When I was young, I was a fan of the Marvel series of What If? comics. Each issue would show what the Marvel universe would be like if one major plot twist went another way. What would have happened if Spider-Man had married the Black Cat instead of Mary Jane Watson? What if other Americans had got the super soldier serum, not just Steve Rogers?
Each issue was a bizarre journey down a road not taken, in an already way-out fantasy world.
So, now that Edmonton is licking its wounds after Thursday’s announcement that we’re not getting any 2026 World Cup games, there’s no point in bashing you over the head with headlines you’ve already seen a bunch of times. Vancouver is getting games. Toronto is getting games. FIFA has decided to give 11 American cities games, rather than the 10 originally outlined in the bid book. For all intents and purposes, Edmonton’s games were sent south to the US of A. (By all accounts, Kansas City, not Vancouver or Toronto, is the beneficiary of Edmonton’s misfortune.) I was at Commonwealth Stadium, along with about 120 City staffers, media and Mayor Amarjeet Sohi to watch the announcement. There was still hope that all the rumours weren’t true. People applauded when Vancouver was announced as a home city. And when Edmonton didn’t get a spot, the long faces set in. A few tears.
At least the steak bites were pretty good.
Instead, let’s look at what would have happened in the What If? world.
What if Edmonton had got the games?
The province had already pledged a conditional $110 million, but had publicly stated that it would have only kicked in had FIFA given Edmonton a minimum of five games, more than the bid book had allotted. It also stated that, of those five, two had to be knockout games There will be many critics who will point to this conditional funding promise as a breaking point for the Edmonton bid — that this promise did more to hurt than it did help the process.
But, let’s just say the province got what it wanted and Edmonton had got five games. Let’s pretend that Sohi and the City of Edmonton staff — who worked well into the night over the last couple of days — were successful in convincing FIFA that they could be flexible despite the provincial edicts.
There would have been renovations that had to be made to Commonwealth Stadium. Grass, yes. But there would have been more.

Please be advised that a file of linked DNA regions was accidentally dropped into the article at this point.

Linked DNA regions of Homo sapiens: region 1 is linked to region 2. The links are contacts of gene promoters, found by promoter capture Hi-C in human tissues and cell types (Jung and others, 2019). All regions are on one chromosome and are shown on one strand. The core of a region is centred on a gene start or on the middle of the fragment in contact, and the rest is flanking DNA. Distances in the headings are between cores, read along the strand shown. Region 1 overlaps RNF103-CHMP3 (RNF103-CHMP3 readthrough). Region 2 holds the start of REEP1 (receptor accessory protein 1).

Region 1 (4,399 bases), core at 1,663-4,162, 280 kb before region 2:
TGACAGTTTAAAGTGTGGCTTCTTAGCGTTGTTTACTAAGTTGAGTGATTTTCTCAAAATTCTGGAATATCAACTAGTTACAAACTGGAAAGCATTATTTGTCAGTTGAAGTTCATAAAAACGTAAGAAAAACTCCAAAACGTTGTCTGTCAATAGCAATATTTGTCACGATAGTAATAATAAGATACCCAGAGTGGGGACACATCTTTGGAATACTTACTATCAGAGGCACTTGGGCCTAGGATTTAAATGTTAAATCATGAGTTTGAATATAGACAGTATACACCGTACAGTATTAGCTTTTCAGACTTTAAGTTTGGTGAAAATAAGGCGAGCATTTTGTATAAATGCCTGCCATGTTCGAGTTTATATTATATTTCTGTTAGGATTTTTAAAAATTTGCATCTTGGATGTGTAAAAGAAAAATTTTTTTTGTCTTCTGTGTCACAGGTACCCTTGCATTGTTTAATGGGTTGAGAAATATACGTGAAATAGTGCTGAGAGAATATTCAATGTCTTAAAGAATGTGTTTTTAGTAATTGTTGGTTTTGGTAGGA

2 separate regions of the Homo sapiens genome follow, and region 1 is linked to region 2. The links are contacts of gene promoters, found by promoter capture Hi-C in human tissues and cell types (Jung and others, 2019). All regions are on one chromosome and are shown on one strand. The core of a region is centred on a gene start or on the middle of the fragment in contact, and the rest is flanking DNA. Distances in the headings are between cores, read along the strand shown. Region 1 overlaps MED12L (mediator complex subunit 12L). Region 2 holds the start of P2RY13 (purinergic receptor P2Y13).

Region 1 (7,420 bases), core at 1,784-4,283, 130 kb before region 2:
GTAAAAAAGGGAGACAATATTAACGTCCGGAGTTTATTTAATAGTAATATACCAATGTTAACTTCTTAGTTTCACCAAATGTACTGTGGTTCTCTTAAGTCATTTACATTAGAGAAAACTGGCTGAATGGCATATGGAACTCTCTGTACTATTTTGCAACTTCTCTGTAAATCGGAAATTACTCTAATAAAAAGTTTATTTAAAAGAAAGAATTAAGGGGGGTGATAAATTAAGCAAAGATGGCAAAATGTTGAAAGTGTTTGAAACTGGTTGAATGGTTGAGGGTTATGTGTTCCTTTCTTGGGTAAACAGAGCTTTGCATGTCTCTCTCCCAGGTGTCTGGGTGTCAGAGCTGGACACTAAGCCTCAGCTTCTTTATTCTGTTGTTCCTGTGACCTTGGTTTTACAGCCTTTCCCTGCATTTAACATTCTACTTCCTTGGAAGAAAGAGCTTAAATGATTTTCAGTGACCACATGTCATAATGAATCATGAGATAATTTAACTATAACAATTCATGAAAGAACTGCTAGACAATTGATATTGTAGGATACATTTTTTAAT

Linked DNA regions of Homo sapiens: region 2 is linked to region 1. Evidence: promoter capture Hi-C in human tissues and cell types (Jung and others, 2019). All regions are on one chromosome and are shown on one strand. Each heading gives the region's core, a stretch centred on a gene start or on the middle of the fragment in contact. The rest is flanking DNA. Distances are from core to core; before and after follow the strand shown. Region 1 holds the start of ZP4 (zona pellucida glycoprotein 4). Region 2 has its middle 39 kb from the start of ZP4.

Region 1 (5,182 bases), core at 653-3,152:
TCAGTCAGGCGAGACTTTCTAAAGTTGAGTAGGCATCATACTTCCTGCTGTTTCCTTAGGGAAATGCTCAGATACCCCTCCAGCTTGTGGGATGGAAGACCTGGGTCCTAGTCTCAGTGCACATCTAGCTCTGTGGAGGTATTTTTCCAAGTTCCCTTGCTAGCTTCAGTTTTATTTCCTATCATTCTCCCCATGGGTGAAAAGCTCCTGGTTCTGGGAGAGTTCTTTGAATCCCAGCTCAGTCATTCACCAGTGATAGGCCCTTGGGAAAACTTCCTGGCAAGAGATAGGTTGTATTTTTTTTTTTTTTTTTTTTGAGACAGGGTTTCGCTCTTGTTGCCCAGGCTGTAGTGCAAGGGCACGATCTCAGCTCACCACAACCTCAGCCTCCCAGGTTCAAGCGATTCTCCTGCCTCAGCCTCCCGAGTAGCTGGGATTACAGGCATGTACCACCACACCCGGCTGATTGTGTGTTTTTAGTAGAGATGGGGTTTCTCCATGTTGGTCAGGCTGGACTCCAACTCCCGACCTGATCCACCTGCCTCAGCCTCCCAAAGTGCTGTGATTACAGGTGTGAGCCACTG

“Mostly, it was about experience for people in the stadium, so they could see everything well, so they could see the game properly.” said City Manager Andre Corbould, as staff had what would be best described as a wake at Commonwealth Stadium. “We were committed to all that. The stadium was good to go.”
But, what would “good to go” have meant? While the Edmonton Elks were supportive of the bid, they would have been impacted. Putting grass into Commonwealth would take time. But renovations would likely have impacted CFL games in seasons to come.
Corbould could only confirm that the Elks’ administrative offices would have had to move out of Commonwealth Stadium “for a while.”
Then. the hue and cry. Construction costs are skyrocketing right now. An estimate from even two weeks ago doesn’t hold water. Contractors in Edmonton are guaranteeing estimates for as little as a week; that’s how volatile the market is. The pricetag to renovate Commonwealth in 2022 would not be the pricetag in 2025. We would have got a lot of debate if this is a wise use of our money. That debate will come to Vancouver and Toronto, places that are even more expensive to do business than Edmonton.
Then, the debate over which city would get Canada’s home games, and be somewhat insured from the risk of getting a batch of early-round games between nations that don’t move the needle when it comes to public interest. Imagine if Canada’s games all went to Vancouver, and we find out that, on top of that, Edmonton’s games don’t feature a European or South American power. Then we wonder if it’s money well spent.
Wait, this totally comes off as sour grapes. Sorry.
Sohi refused to blame the province, saying the conditions from the Tories were “not a roadblock” for the bid.
“We will look at what FIFA was looking for that we were not able to offer, to build on future bids for future events we can apply for,” said Sohi when he spoke to the media.
But, now that FIFA has rejected Commonwealth Stadium, isn’t that kind of a… message? About future events? That it’s harder and harder to “sell” a stadium built in the 1970s, when North America is filled with space-age new venues that look like the stuff of science fiction? And, remember that any attempts to modernize Commonwealth, to drag it out of the 1970s, won’t be supported by provincial or federal funds, like it would have been had there been World Cup games here.
Still, it’s OK to feel for the staff of the city of Edmonton. For the people involved in the bid. I spoke with Traci Bednard, the CEO of Explore Edmonton, just minutes before the announcement was made. She did her best to shut out all the rumours that Edmonton was out. And she compared it to the work she used to do trying to attract flights to Edmonton International Airport.
“This kind of international positioning of Edmonton, there are a lot of similarities with what I would do with air service for years and years and years,” said Bednard. “It’s about selling and improving your community. And it all comes down to one decision.”
One decision. What if?